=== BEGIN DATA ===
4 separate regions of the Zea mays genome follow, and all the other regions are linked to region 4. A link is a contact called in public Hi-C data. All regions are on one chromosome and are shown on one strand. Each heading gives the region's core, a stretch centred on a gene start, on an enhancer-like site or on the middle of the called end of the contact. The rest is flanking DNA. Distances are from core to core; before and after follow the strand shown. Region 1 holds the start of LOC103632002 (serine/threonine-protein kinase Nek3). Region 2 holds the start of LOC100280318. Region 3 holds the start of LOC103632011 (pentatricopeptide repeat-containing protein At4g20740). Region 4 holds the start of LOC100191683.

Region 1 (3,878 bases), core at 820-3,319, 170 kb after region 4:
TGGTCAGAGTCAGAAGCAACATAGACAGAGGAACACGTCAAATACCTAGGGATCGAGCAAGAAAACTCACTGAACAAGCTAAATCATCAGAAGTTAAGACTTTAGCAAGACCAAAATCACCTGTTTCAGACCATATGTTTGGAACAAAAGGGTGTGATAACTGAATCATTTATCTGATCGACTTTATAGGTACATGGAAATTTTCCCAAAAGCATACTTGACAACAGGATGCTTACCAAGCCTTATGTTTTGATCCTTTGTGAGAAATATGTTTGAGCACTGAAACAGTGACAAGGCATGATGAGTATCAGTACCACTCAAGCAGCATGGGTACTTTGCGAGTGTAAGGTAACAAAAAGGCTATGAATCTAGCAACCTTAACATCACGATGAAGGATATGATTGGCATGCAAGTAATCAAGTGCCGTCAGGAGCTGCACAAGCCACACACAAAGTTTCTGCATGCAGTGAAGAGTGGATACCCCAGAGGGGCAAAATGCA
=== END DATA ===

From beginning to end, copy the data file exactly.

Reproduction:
4 separate regions of the Zea mays genome follow, and all the other regions are linked to region 4. A link is a contact called in public Hi-C data. All regions are on one chromosome and are shown on one strand. Each heading gives the region's core, a stretch centred on a gene start, on an enhancer-like site or on the middle of the called end of the contact. The rest is flanking DNA. Distances are from core to core; before and after follow the strand shown. Region 1 holds the start of LOC103632002 (serine/threonine-protein kinase Nek3). Region 2 holds the start of LOC100280318. Region 3 holds the start of LOC103632011 (pentatricopeptide repeat-containing protein At4g20740). Region 4 holds the start of LOC100191683.

Region 1 (3,878 bases), core at 820-3,319, 170 kb after region 4:
TGGTCAGAGTCAGAAGCAACATAGACAGAGGAACACGTCAAATACCTAGGGATCGAGCAAGAAAACTCACTGAACAAGCTAAATCATCAGAAGTTAAGACTTTAGCAAGACCAAAATCACCTGTTTCAGACCATATGTTTGGAACAAAAGGGTGTGATAACTGAATCATTTATCTGATCGACTTTATAGGTACATGGAAATTTTCCCAAAAGCATACTTGACAACAGGATGCTTACCAAGCCTTATGTTTTGATCCTTTGTGAGAAATATGTTTGAGCACTGAAACAGTGACAAGGCATGATGAGTATCAGTACCACTCAAGCAGCATGGGTACTTTGCGAGTGTAAGGTAACAAAAAGGCTATGAATCTAGCAACCTTAACATCACGATGAAGGATATGATTGGCATGCAAGTAATCAAGTGCCGTCAGGAGCTGCACAAGCCACACACAAAGTTTCTGCATGCAGTGAAGAGTGGATACCCCAGAGGGGCAAAATGCA